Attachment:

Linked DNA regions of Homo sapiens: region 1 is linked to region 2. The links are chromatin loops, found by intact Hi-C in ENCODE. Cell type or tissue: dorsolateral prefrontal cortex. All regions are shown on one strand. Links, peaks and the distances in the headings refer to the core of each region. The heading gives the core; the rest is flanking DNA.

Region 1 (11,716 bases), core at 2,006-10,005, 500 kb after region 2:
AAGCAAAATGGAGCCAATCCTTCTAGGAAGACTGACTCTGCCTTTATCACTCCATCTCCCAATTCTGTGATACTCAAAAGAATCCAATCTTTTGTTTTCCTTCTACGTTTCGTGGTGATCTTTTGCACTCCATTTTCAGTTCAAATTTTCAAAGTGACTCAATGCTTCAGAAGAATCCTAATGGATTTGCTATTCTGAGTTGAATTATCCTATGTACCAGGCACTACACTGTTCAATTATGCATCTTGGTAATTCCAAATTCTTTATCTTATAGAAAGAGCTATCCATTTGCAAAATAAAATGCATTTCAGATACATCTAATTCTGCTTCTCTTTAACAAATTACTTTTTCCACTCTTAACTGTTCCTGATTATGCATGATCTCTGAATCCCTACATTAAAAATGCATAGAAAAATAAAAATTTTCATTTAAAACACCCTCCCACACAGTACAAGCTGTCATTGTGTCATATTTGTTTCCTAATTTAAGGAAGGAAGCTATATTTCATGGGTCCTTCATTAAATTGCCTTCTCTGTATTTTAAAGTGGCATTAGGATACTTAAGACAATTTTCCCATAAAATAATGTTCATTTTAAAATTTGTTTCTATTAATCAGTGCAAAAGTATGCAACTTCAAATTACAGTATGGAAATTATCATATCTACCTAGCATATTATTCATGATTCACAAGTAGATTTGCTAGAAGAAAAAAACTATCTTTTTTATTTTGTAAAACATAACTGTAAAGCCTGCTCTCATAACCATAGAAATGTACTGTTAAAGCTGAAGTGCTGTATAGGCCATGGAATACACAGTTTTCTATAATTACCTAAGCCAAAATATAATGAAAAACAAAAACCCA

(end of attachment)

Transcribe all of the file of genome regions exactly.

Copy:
Linked DNA regions of Homo sapiens: region 1 is linked to region 2. The links are chromatin loops, found by intact Hi-C in ENCODE. Cell type or tissue: dorsolateral prefrontal cortex. All regions are shown on one strand. Links, peaks and the distances in the headings refer to the core of each region. The heading gives the core; the rest is flanking DNA.

Region 1 (11,716 bases), core at 2,006-10,005, 500 kb after region 2:
AAGCAAAATGGAGCCAATCCTTCTAGGAAGACTGACTCTGCCTTTATCACTCCATCTCCCAATTCTGTGATACTCAAAAGAATCCAATCTTTTGTTTTCCTTCTACGTTTCGTGGTGATCTTTTGCACTCCATTTTCAGTTCAAATTTTCAAAGTGACTCAATGCTTCAGAAGAATCCTAATGGATTTGCTATTCTGAGTTGAATTATCCTATGTACCAGGCACTACACTGTTCAATTATGCATCTTGGTAATTCCAAATTCTTTATCTTATAGAAAGAGCTATCCATTTGCAAAATAAAATGCATTTCAGATACATCTAATTCTGCTTCTCTTTAACAAATTACTTTTTCCACTCTTAACTGTTCCTGATTATGCATGATCTCTGAATCCCTACATTAAAAATGCATAGAAAAATAAAAATTTTCATTTAAAACACCCTCCCACACAGTACAAGCTGTCATTGTGTCATATTTGTTTCCTAATTTAAGGAAGGAAGCTATATTTCATGGGTCCTTCATTAAATTGCCTTCTCTGTATTTTAAAGTGGCATTAGGATACTTAAGACAATTTTCCCATAAAATAATGTTCATTTTAAAATTTGTTTCTATTAATCAGTGCAAAAGTATGCAACTTCAAATTACAGTATGGAAATTATCATATCTACCTAGCATATTATTCATGATTCACAAGTAGATTTGCTAGAAGAAAAAAACTATCTTTTTTATTTTGTAAAACATAACTGTAAAGCCTGCTCTCATAACCATAGAAATGTACTGTTAAAGCTGAAGTGCTGTATAGGCCATGGAATACACAGTTTTCTATAATTACCTAAGCCAAAATATAATGAAAAACAAAAACCCA